Rape victim cries foul
SYDNEY — The Somali refugee who says she was raped and impregnated on Nauru has flatly denied claims by the Minister for Immigration that she changed her mind about ending the pregnancy after being flown to Australia for an abortion.
The rebuttal comes as family planning and legal experts said the Immigration Department had potentially breached its duty of care by allegedly refusing requests from the woman — known by the pseudonym “Abyan” — to see a counsellor or doctor.
That could leave the federal government up to a civil claim for damages on the grounds of negligence.
After a public campaign, Abyan — who was 14 weeks pregnant — was flown to Australia last week to have the abortion but suddenly returned to Nauru on a chartered jet on Friday.
An injunction by her lawyer, George Newhouse, to prevent her deportation failed because Abyan was already out of the country.
In a statement released on Saturday, Minister for Immigration Peter Dutton said Abyan had “decided not to proceed with the termination” and lawyers and advocates making claims to the contrary should be “ashamed of their lies”.
But, in her first comments since her return to Nauru, “Abyan” has said Mr Dutton’s description of events — backed by Prime minister Malcolm Turnbull — were false.
“I have been very sick. I have never said thate (sic) I did not want a termination,” she said in a hand-written statement which was photographed and sent to Mr Newhouse.
“I never saw a doctor. I saw a nurse at a clinic but there was no counselling. I [also] saw a nurse at Villawood but there was no interpreter. I asked but was not allowed to talk with my lawyer.”
Abyan is 23 years old and has been found to be a genuine refugee. Abortion is not readily available on Nauru and Abyan’s health reportedly deteriorated dramatically after the alleged rape.
However an Immigration source said that Abyan did in fact see counsellors and doctors, as well as nurses, when she was in Australia. The source declined to reveal just how Abyan communicated her wish not have an abortion.
Family planning and legal experts said Abyan had the right to see counsellors and doctors.
“Any woman requesting counselling in relation to making a decision about whether to continue or terminate a pregnancy has a right to access appropriately specialised services and this is especially relevant in a situation involving trauma and alleged rape,” said Deborah Bateson, director of Family Planning NSW.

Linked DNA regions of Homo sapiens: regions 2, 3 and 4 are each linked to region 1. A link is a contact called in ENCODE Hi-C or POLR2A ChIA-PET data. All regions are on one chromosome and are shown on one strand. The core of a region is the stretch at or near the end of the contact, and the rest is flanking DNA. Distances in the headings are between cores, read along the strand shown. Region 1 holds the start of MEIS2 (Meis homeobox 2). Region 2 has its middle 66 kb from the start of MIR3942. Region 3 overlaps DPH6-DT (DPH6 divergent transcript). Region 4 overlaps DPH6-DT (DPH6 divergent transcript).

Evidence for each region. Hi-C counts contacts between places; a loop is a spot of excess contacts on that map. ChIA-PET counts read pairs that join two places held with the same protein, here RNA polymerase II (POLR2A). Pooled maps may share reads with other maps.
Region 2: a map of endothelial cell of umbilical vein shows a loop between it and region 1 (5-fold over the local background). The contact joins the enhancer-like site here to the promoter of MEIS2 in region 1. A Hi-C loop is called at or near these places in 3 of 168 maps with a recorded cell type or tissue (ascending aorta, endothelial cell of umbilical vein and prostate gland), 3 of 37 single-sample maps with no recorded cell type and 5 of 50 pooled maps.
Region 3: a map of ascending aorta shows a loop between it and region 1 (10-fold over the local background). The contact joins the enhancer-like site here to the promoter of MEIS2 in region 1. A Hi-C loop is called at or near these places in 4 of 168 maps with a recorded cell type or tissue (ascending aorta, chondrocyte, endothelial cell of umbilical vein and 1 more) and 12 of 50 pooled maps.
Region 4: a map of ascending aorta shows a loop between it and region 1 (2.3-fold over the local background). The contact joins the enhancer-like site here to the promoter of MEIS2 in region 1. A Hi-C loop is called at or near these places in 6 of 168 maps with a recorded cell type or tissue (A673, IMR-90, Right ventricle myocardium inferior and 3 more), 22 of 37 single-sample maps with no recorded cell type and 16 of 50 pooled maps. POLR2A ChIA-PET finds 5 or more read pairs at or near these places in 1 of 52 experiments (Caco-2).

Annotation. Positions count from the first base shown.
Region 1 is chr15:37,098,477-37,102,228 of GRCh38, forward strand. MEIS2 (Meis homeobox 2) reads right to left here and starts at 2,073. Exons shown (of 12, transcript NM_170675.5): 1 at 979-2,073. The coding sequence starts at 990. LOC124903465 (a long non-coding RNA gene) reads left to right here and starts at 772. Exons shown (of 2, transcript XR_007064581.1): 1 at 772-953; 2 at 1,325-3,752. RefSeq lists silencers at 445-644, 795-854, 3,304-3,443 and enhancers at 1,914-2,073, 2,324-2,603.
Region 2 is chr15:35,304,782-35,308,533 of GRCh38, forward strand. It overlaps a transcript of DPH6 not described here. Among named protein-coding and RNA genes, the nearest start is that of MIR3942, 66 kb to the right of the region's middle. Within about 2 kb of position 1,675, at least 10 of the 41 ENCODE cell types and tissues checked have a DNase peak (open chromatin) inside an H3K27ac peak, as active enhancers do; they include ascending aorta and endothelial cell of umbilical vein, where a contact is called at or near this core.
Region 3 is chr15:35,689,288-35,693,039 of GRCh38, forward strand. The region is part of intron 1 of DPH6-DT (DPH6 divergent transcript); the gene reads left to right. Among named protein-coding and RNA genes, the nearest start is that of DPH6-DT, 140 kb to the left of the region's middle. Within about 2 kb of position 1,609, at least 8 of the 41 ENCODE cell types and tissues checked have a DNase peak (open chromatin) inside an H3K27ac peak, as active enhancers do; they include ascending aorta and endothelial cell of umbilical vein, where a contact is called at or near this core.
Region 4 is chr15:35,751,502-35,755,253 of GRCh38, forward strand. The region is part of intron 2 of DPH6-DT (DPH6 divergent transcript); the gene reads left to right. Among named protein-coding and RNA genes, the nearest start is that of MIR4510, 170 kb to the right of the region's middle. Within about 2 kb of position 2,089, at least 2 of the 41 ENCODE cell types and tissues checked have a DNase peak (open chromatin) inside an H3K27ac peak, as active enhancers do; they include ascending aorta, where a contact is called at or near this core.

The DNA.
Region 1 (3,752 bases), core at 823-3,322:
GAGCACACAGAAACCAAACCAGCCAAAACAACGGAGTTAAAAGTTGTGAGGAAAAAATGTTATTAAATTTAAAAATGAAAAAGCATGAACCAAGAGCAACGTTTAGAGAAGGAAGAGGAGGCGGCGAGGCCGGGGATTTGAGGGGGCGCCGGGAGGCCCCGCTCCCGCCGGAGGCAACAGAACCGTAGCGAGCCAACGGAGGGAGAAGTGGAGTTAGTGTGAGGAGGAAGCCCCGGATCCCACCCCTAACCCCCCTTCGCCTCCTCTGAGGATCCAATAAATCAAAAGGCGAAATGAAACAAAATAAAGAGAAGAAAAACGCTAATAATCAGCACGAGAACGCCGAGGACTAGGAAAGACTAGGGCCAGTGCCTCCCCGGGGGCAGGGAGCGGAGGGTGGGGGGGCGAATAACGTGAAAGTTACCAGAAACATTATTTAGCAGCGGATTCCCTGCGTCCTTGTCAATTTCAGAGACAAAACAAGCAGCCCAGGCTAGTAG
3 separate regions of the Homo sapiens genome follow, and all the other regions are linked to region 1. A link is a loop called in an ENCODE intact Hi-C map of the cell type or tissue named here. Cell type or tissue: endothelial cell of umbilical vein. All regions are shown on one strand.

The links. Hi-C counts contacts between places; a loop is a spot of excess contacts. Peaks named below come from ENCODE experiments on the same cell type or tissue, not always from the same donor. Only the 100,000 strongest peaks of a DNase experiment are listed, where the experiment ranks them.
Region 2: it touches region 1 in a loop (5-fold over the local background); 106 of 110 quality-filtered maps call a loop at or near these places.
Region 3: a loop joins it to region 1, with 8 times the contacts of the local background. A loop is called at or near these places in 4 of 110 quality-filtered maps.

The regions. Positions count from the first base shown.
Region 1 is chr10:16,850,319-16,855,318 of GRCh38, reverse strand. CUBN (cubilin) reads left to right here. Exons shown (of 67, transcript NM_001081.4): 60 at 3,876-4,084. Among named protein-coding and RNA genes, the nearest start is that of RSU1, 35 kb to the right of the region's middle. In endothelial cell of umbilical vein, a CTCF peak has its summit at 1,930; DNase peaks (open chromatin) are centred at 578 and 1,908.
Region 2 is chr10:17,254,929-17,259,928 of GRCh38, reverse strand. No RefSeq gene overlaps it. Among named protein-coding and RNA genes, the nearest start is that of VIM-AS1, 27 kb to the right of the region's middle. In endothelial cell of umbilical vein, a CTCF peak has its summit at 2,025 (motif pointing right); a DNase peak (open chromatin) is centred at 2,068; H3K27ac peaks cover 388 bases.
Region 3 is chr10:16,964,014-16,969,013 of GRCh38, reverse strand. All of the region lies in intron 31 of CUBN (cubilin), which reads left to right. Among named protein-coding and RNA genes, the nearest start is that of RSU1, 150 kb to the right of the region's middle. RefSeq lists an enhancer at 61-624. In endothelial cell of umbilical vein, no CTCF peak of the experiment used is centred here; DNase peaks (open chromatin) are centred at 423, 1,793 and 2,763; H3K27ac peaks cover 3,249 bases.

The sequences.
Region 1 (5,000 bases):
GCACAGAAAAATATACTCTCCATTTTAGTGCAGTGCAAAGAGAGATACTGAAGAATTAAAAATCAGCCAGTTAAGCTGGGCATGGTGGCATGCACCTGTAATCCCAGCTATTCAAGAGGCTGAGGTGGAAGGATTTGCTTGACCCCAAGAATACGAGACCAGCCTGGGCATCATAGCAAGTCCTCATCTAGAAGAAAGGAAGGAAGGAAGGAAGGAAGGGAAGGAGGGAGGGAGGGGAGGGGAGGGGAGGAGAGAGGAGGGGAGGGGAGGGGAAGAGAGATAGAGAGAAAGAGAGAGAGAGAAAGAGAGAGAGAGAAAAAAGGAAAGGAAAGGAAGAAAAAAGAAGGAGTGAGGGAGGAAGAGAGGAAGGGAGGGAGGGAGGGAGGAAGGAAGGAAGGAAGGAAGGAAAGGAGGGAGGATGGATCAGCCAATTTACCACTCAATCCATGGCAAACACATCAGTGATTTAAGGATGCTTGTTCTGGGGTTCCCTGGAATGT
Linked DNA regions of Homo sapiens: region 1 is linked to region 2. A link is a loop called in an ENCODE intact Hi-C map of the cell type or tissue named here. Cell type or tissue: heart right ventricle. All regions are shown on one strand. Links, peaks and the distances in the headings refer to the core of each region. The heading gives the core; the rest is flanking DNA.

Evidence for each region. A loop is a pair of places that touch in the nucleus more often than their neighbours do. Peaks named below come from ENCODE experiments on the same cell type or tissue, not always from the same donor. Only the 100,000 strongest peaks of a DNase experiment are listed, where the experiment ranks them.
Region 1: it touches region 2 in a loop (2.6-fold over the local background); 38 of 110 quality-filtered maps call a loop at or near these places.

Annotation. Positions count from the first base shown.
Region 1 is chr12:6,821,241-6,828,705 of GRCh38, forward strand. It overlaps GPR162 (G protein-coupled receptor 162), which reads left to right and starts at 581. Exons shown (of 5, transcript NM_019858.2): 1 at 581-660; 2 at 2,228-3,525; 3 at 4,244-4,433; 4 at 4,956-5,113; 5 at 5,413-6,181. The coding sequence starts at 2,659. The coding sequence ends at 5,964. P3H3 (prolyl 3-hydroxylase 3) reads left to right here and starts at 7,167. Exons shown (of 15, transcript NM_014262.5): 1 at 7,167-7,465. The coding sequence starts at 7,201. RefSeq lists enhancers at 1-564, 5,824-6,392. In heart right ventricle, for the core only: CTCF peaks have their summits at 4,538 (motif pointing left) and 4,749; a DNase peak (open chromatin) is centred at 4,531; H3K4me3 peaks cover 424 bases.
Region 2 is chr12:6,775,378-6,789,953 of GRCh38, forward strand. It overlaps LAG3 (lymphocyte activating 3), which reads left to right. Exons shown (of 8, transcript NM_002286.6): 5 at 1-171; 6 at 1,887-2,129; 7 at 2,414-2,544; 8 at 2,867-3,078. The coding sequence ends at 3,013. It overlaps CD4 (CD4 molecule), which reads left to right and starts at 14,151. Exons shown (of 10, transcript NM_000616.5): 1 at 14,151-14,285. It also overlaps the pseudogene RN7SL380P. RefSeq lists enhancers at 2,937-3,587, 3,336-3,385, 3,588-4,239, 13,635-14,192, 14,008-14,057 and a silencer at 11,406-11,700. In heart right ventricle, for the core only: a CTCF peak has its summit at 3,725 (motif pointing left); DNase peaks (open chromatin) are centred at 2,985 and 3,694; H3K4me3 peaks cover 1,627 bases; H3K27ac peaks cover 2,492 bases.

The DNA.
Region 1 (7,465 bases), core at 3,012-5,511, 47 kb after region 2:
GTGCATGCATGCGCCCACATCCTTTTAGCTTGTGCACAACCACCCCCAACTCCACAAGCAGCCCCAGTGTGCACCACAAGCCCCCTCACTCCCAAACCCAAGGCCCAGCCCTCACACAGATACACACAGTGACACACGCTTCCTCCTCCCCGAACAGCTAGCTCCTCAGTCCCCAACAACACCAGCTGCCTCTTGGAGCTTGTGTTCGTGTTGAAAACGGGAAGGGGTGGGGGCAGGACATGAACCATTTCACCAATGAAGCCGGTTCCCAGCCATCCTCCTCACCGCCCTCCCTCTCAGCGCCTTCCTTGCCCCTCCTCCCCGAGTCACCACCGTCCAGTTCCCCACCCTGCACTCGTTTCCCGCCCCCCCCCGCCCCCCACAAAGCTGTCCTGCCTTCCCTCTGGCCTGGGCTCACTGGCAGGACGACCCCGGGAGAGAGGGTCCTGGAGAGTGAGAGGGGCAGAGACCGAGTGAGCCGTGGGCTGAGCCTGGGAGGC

One of Australia’s most prominent healthcare law experts, Julie Hamblin, said, based on the account by Abyan, the Immigration Department may have breached its duty of care.
“If it is the case that she’s fallen pregnant because of sexual assault, there is an obvious risk to her psychological well-being,”she said.
“For a person under the control of the Department of Immigration, the government has a duty of care to provide her with access to the treatment she needs. It does not seem unreasonable for the government to agree to provide counselling as a minimum.”
She said any breach of the duty of care was “potentially actionable”, with the federal government vulnerable to being sued for negligence.
Ms Hamblin also noted that, before an abortion can legally proceed in NSW, a doctor is required to determine that it is necessary to avert a serious risk to the physical or psychological health of the woman.
However, Abyan says she never saw a doctor, only two different nurses — at Sydney’s Villawood detention centre and at an abortion clinic.
They inquired, said Mr Newhouse, when she wanted to have the procedure.
“She said ‘I’ll tell you tomorrow or the next day’, and said she wanted to see a counsellor or doctor. She also wanted to speak to me.”
Mr Dutton said he believed that advocates were using medical treatment as an excuse to enhance the prospects of refugees being resettled and “appear to be using this woman’s circumstance for their own political agenda”.
“The woman was brought to Australia for medical attention, not for a migration outcome,” he said.
Mr Newhouse, who is special counsel at Shine Lawyers, said he had no instructions from Abyan to make any application for a migration outcome.
He said Abyan was deeply distressed after her return to Nauru and was at serious risk of “physical and mental harm”.
Greens senator Sarah Hanson-young called on Mr Turnbull to intervene.
“It is hard to fathom a more brutal way of treating a scared young woman who has been raped and is struggling with the decision to terminate the pregnancy,” she said.
“This poor young woman has been through enough, she is scared and traumatised. It’s time the minister put his own politics aside for a moment and allowed Abyan to make her own decisions about her body and future, free from pressure and bullying.”
Australian immigration Minister Peter Dutton